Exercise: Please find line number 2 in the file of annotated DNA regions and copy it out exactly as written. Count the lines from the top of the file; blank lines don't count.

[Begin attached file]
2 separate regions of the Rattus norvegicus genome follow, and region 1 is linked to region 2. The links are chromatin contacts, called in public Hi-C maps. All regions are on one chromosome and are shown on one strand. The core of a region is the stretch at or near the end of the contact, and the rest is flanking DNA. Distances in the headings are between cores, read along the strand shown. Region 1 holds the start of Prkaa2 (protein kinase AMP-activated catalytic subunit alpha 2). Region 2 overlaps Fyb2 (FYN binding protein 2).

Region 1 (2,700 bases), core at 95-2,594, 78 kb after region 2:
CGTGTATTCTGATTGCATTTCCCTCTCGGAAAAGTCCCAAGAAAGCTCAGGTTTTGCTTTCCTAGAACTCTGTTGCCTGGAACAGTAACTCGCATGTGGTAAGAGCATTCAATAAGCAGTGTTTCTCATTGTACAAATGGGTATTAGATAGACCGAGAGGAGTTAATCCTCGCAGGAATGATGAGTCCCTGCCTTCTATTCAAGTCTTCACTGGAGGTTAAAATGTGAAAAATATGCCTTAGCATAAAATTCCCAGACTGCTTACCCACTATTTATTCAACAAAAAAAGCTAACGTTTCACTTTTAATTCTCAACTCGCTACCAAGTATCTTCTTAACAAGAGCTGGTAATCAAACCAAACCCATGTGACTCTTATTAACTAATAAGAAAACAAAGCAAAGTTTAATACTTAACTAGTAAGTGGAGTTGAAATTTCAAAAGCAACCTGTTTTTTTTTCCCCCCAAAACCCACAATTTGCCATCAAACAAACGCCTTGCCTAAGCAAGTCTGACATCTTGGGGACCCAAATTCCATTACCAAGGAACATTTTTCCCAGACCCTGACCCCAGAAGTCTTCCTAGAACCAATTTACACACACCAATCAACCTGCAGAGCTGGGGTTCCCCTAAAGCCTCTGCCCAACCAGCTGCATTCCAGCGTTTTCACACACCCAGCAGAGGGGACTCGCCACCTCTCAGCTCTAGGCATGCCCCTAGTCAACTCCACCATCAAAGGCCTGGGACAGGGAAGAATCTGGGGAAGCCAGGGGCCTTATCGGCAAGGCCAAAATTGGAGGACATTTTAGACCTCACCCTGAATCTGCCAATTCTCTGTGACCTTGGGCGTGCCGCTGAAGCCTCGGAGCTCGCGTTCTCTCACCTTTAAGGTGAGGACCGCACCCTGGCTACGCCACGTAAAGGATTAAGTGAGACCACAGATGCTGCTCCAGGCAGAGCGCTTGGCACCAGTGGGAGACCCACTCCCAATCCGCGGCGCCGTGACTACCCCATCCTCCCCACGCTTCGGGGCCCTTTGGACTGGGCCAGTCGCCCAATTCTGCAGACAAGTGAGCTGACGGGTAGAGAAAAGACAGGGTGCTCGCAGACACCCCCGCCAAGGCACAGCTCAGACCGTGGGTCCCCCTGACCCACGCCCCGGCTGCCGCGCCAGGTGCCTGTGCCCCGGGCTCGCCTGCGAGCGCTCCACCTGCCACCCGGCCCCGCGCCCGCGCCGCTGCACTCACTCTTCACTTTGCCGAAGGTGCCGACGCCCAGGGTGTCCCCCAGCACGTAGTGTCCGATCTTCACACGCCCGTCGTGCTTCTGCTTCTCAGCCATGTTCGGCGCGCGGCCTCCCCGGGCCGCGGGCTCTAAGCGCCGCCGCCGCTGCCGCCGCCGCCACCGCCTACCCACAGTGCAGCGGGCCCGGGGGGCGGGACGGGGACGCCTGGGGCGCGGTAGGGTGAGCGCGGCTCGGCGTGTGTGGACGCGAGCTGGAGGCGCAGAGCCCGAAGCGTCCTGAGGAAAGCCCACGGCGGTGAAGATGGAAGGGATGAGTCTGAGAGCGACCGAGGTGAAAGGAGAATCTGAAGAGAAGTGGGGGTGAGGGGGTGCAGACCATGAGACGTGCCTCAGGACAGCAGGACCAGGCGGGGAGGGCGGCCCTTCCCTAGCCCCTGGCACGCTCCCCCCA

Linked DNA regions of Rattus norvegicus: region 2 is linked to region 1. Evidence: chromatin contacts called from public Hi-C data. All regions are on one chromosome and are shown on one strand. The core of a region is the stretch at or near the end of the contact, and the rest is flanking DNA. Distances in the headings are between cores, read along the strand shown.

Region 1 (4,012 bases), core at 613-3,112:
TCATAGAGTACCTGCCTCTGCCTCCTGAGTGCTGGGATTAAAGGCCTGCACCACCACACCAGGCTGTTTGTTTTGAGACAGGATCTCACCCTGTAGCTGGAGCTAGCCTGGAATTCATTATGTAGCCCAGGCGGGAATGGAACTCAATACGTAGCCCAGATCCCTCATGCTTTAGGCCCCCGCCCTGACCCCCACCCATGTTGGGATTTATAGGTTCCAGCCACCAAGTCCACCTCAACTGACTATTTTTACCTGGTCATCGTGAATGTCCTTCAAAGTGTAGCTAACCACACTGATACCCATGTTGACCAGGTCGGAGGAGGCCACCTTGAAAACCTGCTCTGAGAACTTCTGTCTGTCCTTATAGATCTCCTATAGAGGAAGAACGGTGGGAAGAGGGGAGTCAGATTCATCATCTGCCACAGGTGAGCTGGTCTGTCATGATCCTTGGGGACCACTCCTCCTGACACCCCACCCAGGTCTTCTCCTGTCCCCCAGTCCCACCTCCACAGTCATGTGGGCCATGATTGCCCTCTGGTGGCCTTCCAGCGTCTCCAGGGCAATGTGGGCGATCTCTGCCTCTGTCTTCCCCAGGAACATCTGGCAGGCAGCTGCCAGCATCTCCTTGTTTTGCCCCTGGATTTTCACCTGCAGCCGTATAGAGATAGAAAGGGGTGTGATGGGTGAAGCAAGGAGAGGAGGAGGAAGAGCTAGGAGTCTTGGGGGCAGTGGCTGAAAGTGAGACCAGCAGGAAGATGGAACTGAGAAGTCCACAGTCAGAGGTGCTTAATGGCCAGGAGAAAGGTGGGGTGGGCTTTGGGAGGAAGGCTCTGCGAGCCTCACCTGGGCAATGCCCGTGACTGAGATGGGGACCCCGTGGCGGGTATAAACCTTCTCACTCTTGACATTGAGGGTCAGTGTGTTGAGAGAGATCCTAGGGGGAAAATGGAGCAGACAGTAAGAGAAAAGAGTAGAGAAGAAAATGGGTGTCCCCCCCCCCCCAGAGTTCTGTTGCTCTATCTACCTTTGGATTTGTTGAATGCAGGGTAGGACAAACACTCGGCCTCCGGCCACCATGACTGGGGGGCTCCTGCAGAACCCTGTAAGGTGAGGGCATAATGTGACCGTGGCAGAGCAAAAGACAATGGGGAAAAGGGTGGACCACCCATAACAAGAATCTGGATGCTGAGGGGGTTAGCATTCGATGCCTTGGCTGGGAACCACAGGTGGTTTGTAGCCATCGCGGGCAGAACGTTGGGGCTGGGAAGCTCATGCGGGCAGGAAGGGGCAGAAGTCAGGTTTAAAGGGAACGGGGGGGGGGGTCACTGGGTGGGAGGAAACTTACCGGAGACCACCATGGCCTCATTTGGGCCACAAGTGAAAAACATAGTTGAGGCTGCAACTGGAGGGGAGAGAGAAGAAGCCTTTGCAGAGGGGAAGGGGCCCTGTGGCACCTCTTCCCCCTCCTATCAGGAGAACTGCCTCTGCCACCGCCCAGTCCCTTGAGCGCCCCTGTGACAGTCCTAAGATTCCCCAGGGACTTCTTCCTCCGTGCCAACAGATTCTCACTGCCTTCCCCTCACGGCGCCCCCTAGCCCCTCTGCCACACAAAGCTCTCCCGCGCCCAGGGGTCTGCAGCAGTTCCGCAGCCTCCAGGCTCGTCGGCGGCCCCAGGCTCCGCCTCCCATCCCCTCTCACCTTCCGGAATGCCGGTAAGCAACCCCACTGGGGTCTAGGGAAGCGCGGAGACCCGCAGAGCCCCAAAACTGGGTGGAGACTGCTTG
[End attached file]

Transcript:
Region 1 (2,700 bases), core at 95-2,594, 78 kb after region 2: